Serving as motivation to others
We had good players from Cape Town that could play in the national team, like Carlos das Neves, Reggie Jantjies and Taswald Human. But because they were in Cape Town, they were never going to get a proper chance. Duncan Crowie played one game against Cameroon in Cape Town and I remember when the coach was saying to the players in the dressing room, “Well, I must put in the fans’ favourite.” I was playing and then he took me off and shouted to Duncan to get ready come on. But he didn’t call him by name and said, ‘Fans’ favourite’ because the fans wanted him on.
He said it in Xhosa and they didn’t understand, but I did. You get negatives and positives and we can talk about it all day, but playing for my country was the biggest thing. I always wanted to play for my country. I didn’t understand what was wrong with these coaches not playing me. But like I said, there’s a place and time and you must have patience. For example, I think Keagan Dolly will get there. He must just work on his game and he’ll get there one day.
Discover your inner legend
Like Mark Williams mentioned in this feature, he did not allow playing for a so-called small team hinder his burning desire to represent his country. He knew he had it in him to achieve bigger things and showcase his talents on a bigger platform. Then he went on to do just that and it was all thanks to finding the inner legend within him.
A far cry from these days, the media coverage wasn’t great for teams like Hellenic, the pay was meager and the country’s scouting networks weren’t as big as they are nowadays, and yet he beat the odds. You too, by finding your inner legend, can become the next Mark Williams.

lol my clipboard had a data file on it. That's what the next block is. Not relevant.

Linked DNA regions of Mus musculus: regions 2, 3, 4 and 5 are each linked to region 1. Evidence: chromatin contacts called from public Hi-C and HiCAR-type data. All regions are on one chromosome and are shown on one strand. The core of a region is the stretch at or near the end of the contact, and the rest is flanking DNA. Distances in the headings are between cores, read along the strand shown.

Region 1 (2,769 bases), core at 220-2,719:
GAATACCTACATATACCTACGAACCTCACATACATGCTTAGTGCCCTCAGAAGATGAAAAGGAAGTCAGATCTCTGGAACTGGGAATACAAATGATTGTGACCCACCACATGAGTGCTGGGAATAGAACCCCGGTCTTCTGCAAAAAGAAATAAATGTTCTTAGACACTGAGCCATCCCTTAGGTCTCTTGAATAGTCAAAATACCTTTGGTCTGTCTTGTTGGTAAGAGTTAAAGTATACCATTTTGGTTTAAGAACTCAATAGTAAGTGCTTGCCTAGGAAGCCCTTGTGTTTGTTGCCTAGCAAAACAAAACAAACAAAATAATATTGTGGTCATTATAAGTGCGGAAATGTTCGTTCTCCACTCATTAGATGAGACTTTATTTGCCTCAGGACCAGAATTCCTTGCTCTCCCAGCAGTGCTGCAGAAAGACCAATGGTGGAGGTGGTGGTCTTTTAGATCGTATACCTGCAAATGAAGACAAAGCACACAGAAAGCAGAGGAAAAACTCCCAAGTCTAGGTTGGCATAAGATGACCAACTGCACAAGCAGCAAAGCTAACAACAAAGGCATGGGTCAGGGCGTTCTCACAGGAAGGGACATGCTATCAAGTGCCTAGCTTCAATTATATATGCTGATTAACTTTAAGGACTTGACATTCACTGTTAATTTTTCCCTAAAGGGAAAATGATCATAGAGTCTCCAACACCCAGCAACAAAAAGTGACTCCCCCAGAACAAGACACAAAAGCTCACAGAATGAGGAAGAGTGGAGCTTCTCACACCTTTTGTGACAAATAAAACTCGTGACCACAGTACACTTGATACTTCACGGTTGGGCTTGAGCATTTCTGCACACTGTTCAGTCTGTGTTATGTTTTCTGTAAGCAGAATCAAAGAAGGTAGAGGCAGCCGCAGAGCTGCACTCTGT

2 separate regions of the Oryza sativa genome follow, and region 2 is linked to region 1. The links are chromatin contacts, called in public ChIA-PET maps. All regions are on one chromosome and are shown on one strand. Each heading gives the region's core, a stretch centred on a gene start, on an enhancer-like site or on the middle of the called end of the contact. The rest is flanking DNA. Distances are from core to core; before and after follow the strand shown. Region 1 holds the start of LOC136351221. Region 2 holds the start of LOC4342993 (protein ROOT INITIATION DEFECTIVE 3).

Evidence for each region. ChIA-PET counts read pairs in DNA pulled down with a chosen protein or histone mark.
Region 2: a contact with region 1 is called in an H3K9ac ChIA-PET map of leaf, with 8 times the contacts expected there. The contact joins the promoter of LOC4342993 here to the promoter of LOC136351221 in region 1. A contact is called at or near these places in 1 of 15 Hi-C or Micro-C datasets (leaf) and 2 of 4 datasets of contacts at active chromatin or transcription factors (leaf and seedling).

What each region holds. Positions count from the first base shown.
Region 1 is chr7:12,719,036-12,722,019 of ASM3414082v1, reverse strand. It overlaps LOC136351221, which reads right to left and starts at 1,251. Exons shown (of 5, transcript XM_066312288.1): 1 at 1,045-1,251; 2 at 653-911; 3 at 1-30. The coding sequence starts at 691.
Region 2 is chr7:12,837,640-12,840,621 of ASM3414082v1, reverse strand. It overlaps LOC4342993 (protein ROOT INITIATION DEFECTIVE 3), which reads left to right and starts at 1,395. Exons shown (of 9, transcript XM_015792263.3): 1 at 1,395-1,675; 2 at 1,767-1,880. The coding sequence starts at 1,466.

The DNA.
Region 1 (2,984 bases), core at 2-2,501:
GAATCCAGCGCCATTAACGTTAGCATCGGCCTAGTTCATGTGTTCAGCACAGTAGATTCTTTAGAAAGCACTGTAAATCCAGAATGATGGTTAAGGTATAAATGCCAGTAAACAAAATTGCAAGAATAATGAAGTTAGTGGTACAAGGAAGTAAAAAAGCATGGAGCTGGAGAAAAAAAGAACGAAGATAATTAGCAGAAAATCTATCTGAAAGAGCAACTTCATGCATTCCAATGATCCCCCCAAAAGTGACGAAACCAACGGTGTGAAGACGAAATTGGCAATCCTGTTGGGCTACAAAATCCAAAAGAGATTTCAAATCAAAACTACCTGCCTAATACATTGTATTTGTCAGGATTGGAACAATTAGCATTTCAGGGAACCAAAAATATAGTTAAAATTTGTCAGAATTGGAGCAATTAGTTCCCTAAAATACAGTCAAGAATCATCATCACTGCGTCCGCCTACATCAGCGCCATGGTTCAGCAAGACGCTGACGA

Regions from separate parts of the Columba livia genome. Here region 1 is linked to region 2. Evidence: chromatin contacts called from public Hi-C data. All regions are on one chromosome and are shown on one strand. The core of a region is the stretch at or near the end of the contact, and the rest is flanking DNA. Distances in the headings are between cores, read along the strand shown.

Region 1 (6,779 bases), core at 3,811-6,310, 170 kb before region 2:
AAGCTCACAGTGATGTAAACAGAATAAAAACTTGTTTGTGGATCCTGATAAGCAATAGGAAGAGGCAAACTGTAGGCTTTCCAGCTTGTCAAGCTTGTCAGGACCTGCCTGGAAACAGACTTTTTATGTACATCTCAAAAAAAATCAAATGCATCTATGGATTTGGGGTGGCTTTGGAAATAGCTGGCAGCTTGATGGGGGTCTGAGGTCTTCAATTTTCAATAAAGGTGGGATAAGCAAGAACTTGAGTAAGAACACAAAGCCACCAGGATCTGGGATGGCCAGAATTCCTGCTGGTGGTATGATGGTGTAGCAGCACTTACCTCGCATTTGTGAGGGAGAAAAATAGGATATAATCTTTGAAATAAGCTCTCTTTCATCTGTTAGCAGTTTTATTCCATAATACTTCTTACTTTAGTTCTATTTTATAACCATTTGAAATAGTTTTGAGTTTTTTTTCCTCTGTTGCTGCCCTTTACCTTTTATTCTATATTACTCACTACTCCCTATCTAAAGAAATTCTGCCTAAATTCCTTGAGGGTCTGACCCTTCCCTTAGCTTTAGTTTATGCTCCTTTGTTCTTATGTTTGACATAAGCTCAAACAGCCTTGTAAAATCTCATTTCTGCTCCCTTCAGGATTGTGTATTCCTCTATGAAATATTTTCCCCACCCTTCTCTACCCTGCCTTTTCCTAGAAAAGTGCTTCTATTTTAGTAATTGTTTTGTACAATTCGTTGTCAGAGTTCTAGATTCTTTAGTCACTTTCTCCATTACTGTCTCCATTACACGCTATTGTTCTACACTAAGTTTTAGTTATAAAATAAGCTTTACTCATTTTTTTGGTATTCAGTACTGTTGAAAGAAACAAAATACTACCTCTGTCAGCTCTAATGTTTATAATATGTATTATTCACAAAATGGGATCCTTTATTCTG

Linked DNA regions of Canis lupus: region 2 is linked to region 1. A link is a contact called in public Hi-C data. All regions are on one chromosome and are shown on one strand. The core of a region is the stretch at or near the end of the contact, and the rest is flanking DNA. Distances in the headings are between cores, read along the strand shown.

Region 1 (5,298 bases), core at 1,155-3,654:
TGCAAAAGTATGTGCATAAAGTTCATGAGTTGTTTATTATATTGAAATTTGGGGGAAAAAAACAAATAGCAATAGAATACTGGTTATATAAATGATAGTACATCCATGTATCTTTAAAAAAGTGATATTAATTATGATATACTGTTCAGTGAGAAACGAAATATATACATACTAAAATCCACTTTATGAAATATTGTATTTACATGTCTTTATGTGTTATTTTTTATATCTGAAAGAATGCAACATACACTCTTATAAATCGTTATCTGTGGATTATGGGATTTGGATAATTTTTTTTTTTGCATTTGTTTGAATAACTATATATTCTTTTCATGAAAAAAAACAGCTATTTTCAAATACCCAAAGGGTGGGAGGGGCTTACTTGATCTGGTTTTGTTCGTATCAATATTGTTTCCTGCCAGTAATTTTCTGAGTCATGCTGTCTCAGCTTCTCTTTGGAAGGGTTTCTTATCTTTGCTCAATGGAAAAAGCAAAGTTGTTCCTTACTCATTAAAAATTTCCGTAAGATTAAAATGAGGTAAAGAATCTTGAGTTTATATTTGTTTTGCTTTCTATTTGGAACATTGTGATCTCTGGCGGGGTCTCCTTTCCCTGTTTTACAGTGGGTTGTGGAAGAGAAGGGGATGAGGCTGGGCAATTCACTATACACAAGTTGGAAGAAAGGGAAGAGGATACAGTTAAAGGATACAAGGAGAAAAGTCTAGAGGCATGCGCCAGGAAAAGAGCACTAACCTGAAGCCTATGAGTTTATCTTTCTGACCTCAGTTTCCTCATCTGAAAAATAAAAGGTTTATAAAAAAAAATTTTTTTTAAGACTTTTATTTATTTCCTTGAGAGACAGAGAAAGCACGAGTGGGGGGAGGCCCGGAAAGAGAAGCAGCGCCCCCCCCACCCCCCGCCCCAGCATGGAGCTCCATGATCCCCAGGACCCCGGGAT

When Alexander Gordon first set out to create his gin recipe in 1769 he wanted it to be unique. Unlike the other gins of the time his would be made of only the finest, purest ingredients; sourced from around the world – all 120 of them. It was no easy feat, but in the end he succeeded in creating the iconic Gordon’s Gin we love today… one that set the standard high above all others.
Gordon realised that what you put in you get out, and that legends aren’t born – they are made. And they are made just like anything else, through hard work and determination. These are the “ingredients" that give rise to legends. That’s why Gordon’s Gin is looking for people who share their philosophy. Someone who remains steadfast in the face of adversity – who never gives up until he’s, achieved his goals. We are looking for the next Gordon’s Legend.
If you think you’ve got what it takes, enter the Gordon’s Legend competition today. Visit your nearest participating outlet, find Gordon’s on Facebook and Mxit to enter and stand a chance to discover your inner legend and be rewarded with a R150 000 7-day legendary getaway for 4 and R50 000 in cash. But hurry, the competition closes 31 October!